Triggering Concern About Guns

The rapid fire of gun related tragedies has triggered more concern about regulation and the Second Amendment. The debate needs airing and The Gun Show: A Collection Of Posters Against Guns is mobilizing the creative community to put their talents to work, making and sharing work about how gun culture has impacted the nation.

Designer: Juana Medina

Designer: Juana Medina

“Artists have a unique capacity for passionately telling important stories,” says Aaron Perry-Zucker, one of the project’s co-founders. “We started this project to tap into that energy and engage artists on policy debates.”

The Gun Show is a crowd-sourced collection of posters for sale to help promote gun safety. Artists from around the country have submitted  posters to join the national conversation about guns, and support efforts to influence change. The project is open for submissions from anyone with a message (here).  All posters are available for free download. Prints are for sale for $30, and $12 of each poster sale goes directly to the artist who made it.

I asked Perry-Zucker to discuss the goals of the campaign:

How will artists’ posters help the gun debate?

Artists and designers joining the national dialogue on gun violence will help maintain the discussion and keep pressure on Congress to take action. We’re also partnering with gun control groups so that they have a steady flow of content to engage and attract new supporters online and offline. But more than anything, these posters are doing what art has always done, invite us to question, to think in new ways, and to create new connections.

What kind of images do you think will add to the discussion rather than underscore the cliches?

I think that images and messages that are able to give voice to the mood and feeling of this post-Newtown push for gun control will add to the discussion. Voices that by nature are not political or partisan, but real and authentic in a way that only art can be. That’s not to say that we won’t see cliches in the collection, but that’s the beauty of an open project like this. There’s no one image to define the community, everyone is invited to speak for themselves.

What has been the response to your call to action?

After posting on Facebook and Twitter from other projects we’ve done, like Design For Obama and 1200 Posters, we secured nearly 40 artists in one day. These are busy professionals, students, parents, freelancers, all jumping on the chance to contribute their talents to a cause they believe in. Selling posters about something so sad is a challenge, but not every project we do like this needs to sell posters as long as it can add value to the debate and to the artists who participate.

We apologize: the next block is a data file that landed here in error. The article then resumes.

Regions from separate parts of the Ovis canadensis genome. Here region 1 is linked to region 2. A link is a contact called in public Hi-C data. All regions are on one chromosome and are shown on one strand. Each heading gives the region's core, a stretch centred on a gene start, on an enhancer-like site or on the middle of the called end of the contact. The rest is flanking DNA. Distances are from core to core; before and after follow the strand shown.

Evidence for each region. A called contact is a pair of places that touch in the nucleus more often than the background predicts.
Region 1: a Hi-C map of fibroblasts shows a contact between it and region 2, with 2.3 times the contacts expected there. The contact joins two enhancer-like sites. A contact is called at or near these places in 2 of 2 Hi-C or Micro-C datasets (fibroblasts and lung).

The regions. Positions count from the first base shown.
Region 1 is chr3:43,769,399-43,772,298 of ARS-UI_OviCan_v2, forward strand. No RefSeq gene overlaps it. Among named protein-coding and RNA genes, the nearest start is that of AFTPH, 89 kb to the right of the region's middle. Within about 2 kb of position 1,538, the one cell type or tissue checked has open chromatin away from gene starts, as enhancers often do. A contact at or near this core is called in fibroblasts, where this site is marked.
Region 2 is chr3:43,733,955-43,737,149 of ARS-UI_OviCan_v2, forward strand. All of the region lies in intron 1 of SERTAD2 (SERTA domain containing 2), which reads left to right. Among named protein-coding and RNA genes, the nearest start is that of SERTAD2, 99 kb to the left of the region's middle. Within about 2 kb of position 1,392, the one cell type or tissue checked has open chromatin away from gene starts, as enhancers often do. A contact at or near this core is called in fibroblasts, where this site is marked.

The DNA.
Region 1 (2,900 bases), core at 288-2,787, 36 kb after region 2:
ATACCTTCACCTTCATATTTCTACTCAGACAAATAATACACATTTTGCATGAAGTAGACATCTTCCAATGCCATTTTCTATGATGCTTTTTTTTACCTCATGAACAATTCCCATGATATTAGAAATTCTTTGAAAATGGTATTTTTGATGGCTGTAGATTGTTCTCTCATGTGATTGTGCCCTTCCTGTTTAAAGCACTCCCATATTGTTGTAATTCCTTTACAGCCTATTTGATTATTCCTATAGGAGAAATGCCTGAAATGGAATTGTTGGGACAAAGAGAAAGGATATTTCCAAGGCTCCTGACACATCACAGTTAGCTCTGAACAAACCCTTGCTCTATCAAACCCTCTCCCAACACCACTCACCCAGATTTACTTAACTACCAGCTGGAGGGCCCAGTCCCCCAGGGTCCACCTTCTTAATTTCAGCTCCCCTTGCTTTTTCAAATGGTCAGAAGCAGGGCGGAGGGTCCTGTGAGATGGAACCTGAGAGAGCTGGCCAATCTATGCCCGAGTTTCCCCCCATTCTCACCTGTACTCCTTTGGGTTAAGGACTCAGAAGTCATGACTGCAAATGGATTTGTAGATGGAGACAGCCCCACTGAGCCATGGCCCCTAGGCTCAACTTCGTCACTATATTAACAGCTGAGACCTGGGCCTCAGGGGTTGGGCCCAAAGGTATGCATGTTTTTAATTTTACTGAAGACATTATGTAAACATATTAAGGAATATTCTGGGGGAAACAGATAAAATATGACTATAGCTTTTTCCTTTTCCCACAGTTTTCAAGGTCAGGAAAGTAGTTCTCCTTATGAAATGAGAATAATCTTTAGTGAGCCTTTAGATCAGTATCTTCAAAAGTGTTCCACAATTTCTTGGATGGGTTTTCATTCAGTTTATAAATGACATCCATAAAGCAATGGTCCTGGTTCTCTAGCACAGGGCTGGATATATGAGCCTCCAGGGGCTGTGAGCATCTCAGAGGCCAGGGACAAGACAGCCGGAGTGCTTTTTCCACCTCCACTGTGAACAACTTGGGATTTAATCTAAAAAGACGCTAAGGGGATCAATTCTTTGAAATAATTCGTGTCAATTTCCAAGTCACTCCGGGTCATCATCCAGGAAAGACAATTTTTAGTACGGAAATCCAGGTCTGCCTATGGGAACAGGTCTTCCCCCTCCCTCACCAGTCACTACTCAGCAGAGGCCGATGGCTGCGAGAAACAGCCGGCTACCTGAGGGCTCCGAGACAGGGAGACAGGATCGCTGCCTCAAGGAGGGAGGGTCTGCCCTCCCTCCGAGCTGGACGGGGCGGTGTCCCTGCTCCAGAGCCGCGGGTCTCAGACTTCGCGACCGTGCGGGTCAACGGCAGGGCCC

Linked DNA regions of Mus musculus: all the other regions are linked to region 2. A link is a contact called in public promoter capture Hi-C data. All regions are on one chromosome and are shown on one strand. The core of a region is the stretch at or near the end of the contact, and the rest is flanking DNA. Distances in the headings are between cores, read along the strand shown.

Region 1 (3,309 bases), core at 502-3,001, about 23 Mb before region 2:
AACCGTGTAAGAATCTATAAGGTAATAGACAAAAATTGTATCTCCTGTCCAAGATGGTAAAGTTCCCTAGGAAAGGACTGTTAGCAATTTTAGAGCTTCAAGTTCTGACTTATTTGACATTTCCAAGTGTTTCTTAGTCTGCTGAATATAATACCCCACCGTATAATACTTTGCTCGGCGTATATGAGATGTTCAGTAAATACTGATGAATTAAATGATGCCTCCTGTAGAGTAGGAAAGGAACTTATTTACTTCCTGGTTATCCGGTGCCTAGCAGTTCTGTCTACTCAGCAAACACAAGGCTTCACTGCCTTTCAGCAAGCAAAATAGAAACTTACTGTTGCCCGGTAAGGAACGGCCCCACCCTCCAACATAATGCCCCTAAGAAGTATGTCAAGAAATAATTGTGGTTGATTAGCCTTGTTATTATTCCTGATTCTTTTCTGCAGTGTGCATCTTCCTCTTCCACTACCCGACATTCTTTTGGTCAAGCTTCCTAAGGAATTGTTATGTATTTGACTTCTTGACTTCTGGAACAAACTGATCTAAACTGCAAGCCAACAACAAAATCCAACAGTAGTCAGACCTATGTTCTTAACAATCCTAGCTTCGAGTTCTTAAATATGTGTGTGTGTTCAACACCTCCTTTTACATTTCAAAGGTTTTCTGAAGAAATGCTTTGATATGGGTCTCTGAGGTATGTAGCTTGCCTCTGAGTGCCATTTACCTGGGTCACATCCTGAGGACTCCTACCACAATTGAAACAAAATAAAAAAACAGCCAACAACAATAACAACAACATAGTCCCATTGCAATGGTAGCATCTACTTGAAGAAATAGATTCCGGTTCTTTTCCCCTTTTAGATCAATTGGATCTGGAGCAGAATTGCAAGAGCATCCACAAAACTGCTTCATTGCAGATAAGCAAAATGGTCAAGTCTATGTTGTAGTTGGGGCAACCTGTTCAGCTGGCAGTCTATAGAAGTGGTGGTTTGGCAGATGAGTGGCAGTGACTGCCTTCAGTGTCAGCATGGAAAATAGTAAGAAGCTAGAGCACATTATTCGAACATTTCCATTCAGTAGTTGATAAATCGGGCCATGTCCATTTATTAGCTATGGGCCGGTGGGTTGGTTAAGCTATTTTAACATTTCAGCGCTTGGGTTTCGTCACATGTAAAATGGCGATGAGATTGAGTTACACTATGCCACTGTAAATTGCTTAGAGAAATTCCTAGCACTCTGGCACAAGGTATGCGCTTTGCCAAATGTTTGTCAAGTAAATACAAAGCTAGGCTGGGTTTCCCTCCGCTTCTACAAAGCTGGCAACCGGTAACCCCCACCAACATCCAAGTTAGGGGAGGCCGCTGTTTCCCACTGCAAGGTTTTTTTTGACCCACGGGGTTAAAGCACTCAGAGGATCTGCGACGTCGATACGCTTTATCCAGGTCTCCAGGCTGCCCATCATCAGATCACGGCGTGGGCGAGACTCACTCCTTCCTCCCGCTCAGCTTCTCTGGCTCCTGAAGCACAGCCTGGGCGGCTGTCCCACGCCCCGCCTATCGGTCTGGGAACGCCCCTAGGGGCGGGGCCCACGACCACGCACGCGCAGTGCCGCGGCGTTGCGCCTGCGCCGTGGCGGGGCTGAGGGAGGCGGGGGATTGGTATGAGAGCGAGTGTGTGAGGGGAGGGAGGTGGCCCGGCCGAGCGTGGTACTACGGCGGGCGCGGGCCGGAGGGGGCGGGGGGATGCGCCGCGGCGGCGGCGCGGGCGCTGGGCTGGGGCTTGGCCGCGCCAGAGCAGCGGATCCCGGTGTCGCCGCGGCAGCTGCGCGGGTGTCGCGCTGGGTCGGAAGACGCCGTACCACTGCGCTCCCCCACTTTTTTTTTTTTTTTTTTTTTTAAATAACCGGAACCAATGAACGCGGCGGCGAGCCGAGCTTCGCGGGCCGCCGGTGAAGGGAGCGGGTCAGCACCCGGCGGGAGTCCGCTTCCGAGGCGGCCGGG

Designer: Alyssa Winnans

Designer: Alyssa Winnans

The Gun Show is the latest project from the Creative Action Network, a marketplace for connecting causes with artists and designers. Other projects include: Design For Obama and Green Patriot Posters.

Nikkolas Smith

Nikkolas Smith

Designer: Brock Hofer

Designer: Brock Hofer

Designer: Joshua Sierra

Designer: Joshua Sierra


For more Steven Heller, check out Citizen Designer: Perspectives on Design Responsibilityone of the many Heller titles available at MyDesignShop.com.

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3 COMMENTS

  1. Oddly, the need for “debate” of the issue seems preempted by the show’s assumption that everyone is against guns or at least against assault looking firearms. (Many of these are just regular old guns dressed up like assault weapons.) I suspect there are quite a few people, even creative people, (gasp) who might object to being lumped in with the liberal fringe. They might also object to being lumped in with the radical right and portrayed as hopeless hillbillies and psycho automatic weapons freaks. People and organizations who are so visibly polemic, tend to be disregarded. Think NRA, for instance. Closed minds can be found on either side of any issue. If the creative community fancies itself open minded, then it should at least act as if it were. The Gun Show is a joke if it is supposed to increase the national dialogue. Think monologue instead.